In reviewing the denial of a motion for judgment notwithstanding the verdict, we of course examine the evidence in the light most favorable to the prevailing party. Finkelstein v. District of Columbia, 593 A.2d 591, 594 (D.C. 1991) (en banc). Viewing the evidence in this case in that light, we have no doubt that a jury reasonably could find the required risk of physical harm and knowledge of the risk by the District of Columbia. The jury properly could find that Mrs. Gill, the District's supervisory employee, knew that Jagoe intended to make sparklers with young children as part of the "hands-on" chemistry class. *fn6 Gill's knowledge existed as early as the August 1st meeting and was confirmed moments before the explosion when she entered the classroom and saw Jagoe igniting chemicals. She therefore had reason to know "of the specific risks likely to arise from the manner in which the contractor performed his assigned ." Wilson, 244 U.S. App. D.C. at 312, 757 F.2d at 1307. Inherent risk in this situation arose "out of the place where [the work was] to be done," id. at 310, 757 F.2d at 1305, namely, an elementary school program involving "hands-on" participation by eight and nine year old children. *fn7 Just as "the presence of young children is a circumstance that must be taken into account in deciding whether [a defendant's] actions were reasonable and prudent," Wbeeler Terrace, Inc. v. Lynott, 234 A.2d 311, 312 (D.C. 1967), so it was relevant to whether the District reasonably should have known of the risk entailed by Jagoe's activity. The sparkler experiment combined flammable, combustible chemicals, open flame, and children; for that very reason, presumably, the children had been equipped with goggles. Though sparklers are explosives of a lesser order, conducting controlled explosions is a textbook example of an inherently dangerous activity. See RESTATEMENT (SECOND) OF TORTS § 427, comment c (1965). It was not unreasonable for the jury to conclude that the manufacture of sparklers by nine year old children was an inherently dangerous activity.

The District contends that Mrs. Gill hired Jagoe to teach chemistry and that chemistry classes, in and of themselves, are not inherently dangerous. Even if that is true generally, the jury could fairly reason that placing flammable chemicals in the hands of small children created risks substantially beyond those incident to a normal chemistry class. The District further asserts that there was no evidence that Mrs. Gill could foresee the unorthodox recipe Jagoe intended to use (involving potassium perchlorate), pointing to the expert testimony that standard commercial sparklers (the "good kind") are made with potassium nitrate. But the jury could properly determine that Mrs. Gill had reason to know that making sparklers even with the standard formula was dangerous activity when done directly by small children. Charged with knowledge of that danger, Gill reasonably could have been expected to prohibit the experiment or at least to inquire beforehand about the manner in which Jagoe intended to conduct it.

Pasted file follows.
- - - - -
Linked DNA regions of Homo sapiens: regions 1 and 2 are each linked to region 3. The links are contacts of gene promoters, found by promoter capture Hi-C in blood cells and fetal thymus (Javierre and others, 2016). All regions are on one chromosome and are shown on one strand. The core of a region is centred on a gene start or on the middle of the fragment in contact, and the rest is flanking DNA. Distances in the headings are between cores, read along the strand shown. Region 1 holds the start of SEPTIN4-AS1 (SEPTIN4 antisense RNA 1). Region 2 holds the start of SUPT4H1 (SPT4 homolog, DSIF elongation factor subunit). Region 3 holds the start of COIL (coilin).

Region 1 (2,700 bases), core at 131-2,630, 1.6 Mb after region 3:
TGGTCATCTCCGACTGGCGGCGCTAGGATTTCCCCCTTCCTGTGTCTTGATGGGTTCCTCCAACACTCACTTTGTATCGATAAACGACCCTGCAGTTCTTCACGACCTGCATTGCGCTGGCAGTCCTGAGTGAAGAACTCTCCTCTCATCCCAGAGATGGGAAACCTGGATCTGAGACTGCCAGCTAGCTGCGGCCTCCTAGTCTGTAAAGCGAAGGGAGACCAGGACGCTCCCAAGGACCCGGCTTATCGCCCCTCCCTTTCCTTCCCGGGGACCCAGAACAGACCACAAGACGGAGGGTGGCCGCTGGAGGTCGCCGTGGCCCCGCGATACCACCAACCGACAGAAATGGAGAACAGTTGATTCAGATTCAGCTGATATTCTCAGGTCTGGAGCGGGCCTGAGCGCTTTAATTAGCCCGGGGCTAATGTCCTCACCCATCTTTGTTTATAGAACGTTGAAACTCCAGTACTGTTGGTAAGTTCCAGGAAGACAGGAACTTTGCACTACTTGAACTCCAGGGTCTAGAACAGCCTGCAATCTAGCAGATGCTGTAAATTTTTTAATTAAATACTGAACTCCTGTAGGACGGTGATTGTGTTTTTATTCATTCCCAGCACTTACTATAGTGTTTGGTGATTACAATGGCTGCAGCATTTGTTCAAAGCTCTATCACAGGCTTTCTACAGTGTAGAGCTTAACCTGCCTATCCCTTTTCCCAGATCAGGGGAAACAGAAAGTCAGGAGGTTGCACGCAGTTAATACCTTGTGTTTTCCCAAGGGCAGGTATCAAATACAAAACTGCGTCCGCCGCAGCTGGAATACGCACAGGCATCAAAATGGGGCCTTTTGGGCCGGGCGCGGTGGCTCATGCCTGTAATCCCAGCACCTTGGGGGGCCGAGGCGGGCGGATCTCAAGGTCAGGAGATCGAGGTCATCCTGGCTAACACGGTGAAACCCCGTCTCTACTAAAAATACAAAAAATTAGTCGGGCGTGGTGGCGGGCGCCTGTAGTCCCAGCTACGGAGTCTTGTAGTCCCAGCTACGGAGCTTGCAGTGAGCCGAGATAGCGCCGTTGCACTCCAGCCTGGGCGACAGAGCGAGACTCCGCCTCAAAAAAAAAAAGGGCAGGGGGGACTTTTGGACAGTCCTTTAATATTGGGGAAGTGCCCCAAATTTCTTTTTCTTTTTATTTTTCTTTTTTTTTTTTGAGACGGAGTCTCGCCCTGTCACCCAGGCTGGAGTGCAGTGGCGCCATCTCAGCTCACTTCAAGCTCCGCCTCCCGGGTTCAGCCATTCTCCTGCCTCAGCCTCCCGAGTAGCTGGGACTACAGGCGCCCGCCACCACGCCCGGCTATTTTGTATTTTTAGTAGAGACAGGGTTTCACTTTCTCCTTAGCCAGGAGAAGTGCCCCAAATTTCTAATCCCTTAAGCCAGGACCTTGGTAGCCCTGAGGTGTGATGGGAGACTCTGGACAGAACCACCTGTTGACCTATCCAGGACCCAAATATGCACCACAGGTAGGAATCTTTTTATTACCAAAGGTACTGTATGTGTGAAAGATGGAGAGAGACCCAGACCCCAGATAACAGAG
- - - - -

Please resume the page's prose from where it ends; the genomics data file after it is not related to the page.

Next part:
Therefore, the jury was well within its authority in finding that Jagoe was an independent contractor performing inherently dangerous work of which the District had actual or constructive knowledge. *fn8


The trial Judge submitted the issue of loss of parent-child consortium to the jury, which returned an award of one million dollars to Mr. and Mrs. Howell. The District contends that the award must be set aside because this jurisdiction does not recognize that claim. Appellees attempt to distinguish precedents binding on this division, and argue at length that we should "affirm the trial court's modernization of the common law claim for loss of services." We agree with the District, however, that the Howells' appeal for recognition of loss of parent-child consortium as a basis for damages must be addressed to the court en banc. Washington v. Washington Hosp. Center, 579 A.2d 177, 179 n.1 (D.C. 1990); Pleasant v. Washington Sand & Gravel Co., 104 U.S. App. D.C. 374, 262 F.2d 471 (1958). We therefore reverse the damage award for loss of consortium.

On the other hand, we reject the District's argument that the admission of evidence related to the loss of parent-child relationship so prejudiced it on liability as to require a new trial on the merits. The District concedes that "some" of this evidence was relevant to its claim of contributory negligence against Mr. and Mrs. Howell (a claim which it dropped in the course of trial). Moreover, the evidence of strain to the family bonds resulting from Dedrick's suffering was relevant to his own compensable pain and suffering. *fn9 We are not convinced that the evidence adduced on this point was so unrelated to the issues submitted to the jury that a new trial must be ordered.


The damage award for future medical expenses must likewise be set aside because the award is unsupported by the evidence. Recently we summarized the law concerning proof of damages as follows:

A plaintiff is not required to prove the amount of his [or her] damages precisely; however the fact of damage and a reasonable estimate must be established. Accordingly, although the plaintiff need not prove damages with mathematical certainty, there must be some reasonable basis on which to estimate damages.

Garcia v. Llerena, 599 A.2d 1138, 1142 (D.C. 1991) (citations and internal quotation marks omitted); see also Penny v. Penny, 565 A.2d 587, 591 (D.C. 1989).